In June, Lemmon's third-grade teacher and classmates at Holland Elementary planted a dwarf Korean lilac in a memorial garden.
Amy Biggs was sworn in in July as the Fort Wayne Fire Department's first female chief in its 173-year history. Henry named her as the successor to former Chief Pete Kelly, who announced his retirement earlier this year and officially left the department in June.
Biggs, who was assistant chief and a 17-year veteran of the department before her appointment, is a Fort Wayne native. Biggs said Kelly left the department in good shape with up-to-date equipment and facilities. "We've been fortunate to maintain the quality of services that we have," she said in June.
She manages a department of more than 380 firefighters and support staff posted at 18 fire stations. She oversees fire protection for 110 square miles.
With the nation's debt at roughly $15 trillion, the Air Force released its cost-cutting plan – which threatens more than 150 jobs at the 122nd Fighter Wing based in Fort Wayne.
The base has 1,200 personnel assigned and an annual economic impact of more than $58 million in the area, according to data supplied by the 122nd Fighter Wing.
The Blacksnakes' base at 3005 Ferguson Road, next to Fort Wayne International Airport, converted to the A-10 ground-attack plane in June, six months ahead of schedule. However, the Air Force said in March it planned to replace those planes with the MC-12W, a medium- and low-altitude plane designed for reconnaissance, surveillance and intelligence-gathering. Because the MC-12 requires less manpower to fly, 152 jobs, 85 of them full-time positions, would be eliminated at the base, the Air Force said.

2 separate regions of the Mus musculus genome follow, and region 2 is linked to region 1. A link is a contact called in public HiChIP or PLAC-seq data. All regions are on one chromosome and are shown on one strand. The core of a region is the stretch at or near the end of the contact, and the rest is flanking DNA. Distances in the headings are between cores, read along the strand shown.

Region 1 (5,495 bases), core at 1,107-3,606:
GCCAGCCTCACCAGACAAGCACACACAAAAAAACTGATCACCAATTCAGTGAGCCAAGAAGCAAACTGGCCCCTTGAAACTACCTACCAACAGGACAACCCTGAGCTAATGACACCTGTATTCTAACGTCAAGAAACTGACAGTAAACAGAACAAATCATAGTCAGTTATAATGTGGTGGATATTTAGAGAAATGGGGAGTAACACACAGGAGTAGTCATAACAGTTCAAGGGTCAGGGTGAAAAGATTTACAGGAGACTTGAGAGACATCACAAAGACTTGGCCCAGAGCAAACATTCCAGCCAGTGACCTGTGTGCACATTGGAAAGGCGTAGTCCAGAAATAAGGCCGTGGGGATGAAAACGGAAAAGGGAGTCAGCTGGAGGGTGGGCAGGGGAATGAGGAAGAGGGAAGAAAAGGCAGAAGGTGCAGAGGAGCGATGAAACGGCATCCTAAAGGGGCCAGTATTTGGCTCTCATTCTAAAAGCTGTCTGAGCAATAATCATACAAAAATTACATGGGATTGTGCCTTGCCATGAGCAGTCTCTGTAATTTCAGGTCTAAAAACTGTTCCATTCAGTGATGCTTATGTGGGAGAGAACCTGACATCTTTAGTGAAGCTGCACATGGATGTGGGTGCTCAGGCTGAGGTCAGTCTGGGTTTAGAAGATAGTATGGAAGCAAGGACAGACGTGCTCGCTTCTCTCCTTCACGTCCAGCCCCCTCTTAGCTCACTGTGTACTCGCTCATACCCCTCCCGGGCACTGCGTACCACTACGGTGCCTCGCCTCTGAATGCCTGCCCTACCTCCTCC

A proposal that would allow the local unit to keep its A-10s is currently before the Joint Chiefs of Staff. A couple of weeks ago, the U.S. House passed the $633 billion defense budget – which calls for the 122nd Fighter Wing to remain an A-10 unit.
Although Senate leaders hoped to pass the bill soon, there's no guarantee that President Obama will sign it. He has threatened to veto previous versions of the bill, saying it overspends on the military, and the threat still stands, a White House spokesman said in an Associated Press story.
Master Sgt. Darin Hubble, spokesman for the 122nd, said Air Guard leaders, including Fort Wayne's commander Col. David Augustine, remain confident about keeping the A-10s but need to see the new budget approved by the Senate and Obama. "Col. Augustine is confident that we'll have fighters at the fort for some time to come," Hubble said for a Dec. 21 News-Sentinel story on the budget news. "The main thing is getting it in writing. Right now we're still on that MC-12 budgetary concern."